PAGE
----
"Epi-LASIK patients don't go through that at all," he continues. "It's the non-traumatic way you remove the layer of cells; the remaining cells heal very differently. That, combined with the postop medication combination I use has made this a very pleasant practice. [See "Pain Management: Key to Success."] The patients are really happy."


Should You Remove the Flap?

One ongoing epi-LASIK controversy centers around the question of whether the epithelial flap should be replaced or removed following the ablation. Four of the five surgeons we spoke to currently favor removing it.

Like many surgeons, Dr. Tetz initially replaced the epithelial flap. "The first year, we put it back," he says. "Then I lost one flap when a patient blinked before I could put the contact lens in. We soon discovered that that eye was healing faster." Dr. Tetz says he later tried doing one eye with the flap and one without in a small sample of patients. "I'd say that nine out of 10 times the patients preferred the removed-flap eye in the immediate postop period. Nowadays I completely remove it."

Dr. Tetz has noted problems with the flap that could account for the apparently slower healing when it's replaced. "I think that using a mechanical device to create the flap destroys some epithelial cells within the flap," he says. "When I used to put it back, I'd see little whitish islands in the flap for the first two or three days. Those islands were probably dead epithelial cells. I think that may account for the slightly longer initial recovery period. Also, the flap never fits. It seems to be stretched a little by the keratome, so it's always too large for the bed. If you try to put it back, you always have overlap."

Dr. Milne says that in his experience, replacing the flap can also cause problems that have a major impact on visual recovery. "With my first 100 epi-LASIK patients, I laid the flap back down," he says. "For 5 or 6 percent of those patients, visual recovery was delayed several months because they grew epithelial cells either on top of or underneath the flap. They ended up with multiple basement membranes, which affected their vision until the epithelium sorted it all out.

"In contrast, when you remove the flap, visual recovery is very quick," he continues. "The skin cells right next to where you've lifted the flap are completely healthy—they haven't been traumatized in any way. So they heal back across much more quickly than when they're removed with alcohol debridement or with a brush. And the cells that get pushed to the center are vital, so there's no central area of dead cells—one of the problems with PRK."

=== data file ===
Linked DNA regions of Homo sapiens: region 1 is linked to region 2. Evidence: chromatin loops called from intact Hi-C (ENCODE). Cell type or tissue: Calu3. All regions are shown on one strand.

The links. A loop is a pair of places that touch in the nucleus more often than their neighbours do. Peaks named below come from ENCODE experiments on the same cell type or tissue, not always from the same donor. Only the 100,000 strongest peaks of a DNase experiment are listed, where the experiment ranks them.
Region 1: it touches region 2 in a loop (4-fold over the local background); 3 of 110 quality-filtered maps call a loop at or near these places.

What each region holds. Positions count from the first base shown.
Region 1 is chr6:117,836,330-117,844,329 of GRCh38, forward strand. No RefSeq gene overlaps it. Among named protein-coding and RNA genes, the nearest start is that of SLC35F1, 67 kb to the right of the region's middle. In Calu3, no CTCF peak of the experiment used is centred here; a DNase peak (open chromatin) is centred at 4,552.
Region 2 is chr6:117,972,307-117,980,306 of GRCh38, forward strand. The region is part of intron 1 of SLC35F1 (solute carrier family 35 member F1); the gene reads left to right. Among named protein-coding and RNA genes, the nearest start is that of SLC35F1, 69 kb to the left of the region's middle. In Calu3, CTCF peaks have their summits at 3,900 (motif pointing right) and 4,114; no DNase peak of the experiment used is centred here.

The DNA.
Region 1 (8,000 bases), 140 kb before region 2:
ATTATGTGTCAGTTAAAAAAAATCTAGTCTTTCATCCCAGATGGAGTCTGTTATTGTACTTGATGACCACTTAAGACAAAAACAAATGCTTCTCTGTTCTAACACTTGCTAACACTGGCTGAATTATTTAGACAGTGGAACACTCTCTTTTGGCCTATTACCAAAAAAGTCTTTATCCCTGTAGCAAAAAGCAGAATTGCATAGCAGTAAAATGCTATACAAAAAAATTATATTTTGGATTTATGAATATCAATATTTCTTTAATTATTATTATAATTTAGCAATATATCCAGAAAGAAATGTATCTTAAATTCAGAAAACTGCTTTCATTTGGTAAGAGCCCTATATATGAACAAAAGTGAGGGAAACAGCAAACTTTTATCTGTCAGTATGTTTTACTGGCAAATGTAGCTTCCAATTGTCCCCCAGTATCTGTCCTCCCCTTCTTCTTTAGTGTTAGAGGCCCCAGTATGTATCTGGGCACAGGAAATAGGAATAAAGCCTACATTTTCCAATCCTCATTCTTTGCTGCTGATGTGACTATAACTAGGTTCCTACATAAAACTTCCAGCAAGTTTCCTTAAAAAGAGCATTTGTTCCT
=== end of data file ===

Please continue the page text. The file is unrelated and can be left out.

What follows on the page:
Some surgeons remain skeptical about the need to purchase a special instrument to push back the epithelial flap. However, surgeons with extensive epi-LASIK experience report that unlike other methods, this produces a clean edge with undamaged cells, leading to faster and more straightforward healing.
Barrie D. Soloway, MD, FACS

Dr. Milne adds that the main argument he's heard for putting the flap back is to reduce the incidence of haze. "If I'm doing a laser treatment that will go below 75 µm in depth, I use mitomycin-C 0.2 mg/cc for 20 to 30 seconds," he says. "I've treated almost 500 patients with this technique, and no one has developed haze."

Drs. Swanson and Rashid also started by putting the flap back on the eye, but have since decided to remove it. "At first, we did everything we could to salvage the flap," recalls Dr. Rashid. "We thought it formed an extra barrier against infection, and that it would make the patient more comfortable. We now believe patients are more comfortable without the flap, and we haven't seen any infections.

"If you leave the flap on," he continues, "the eye has two jobs to do: It has to remove the flap, and then replace it. By removing it, you take away one extra job for the eye. And you don't have the epithelial flap putting out cytokines and other inflammatory mediators to stimulate scar tissue."

The Jury's Still Out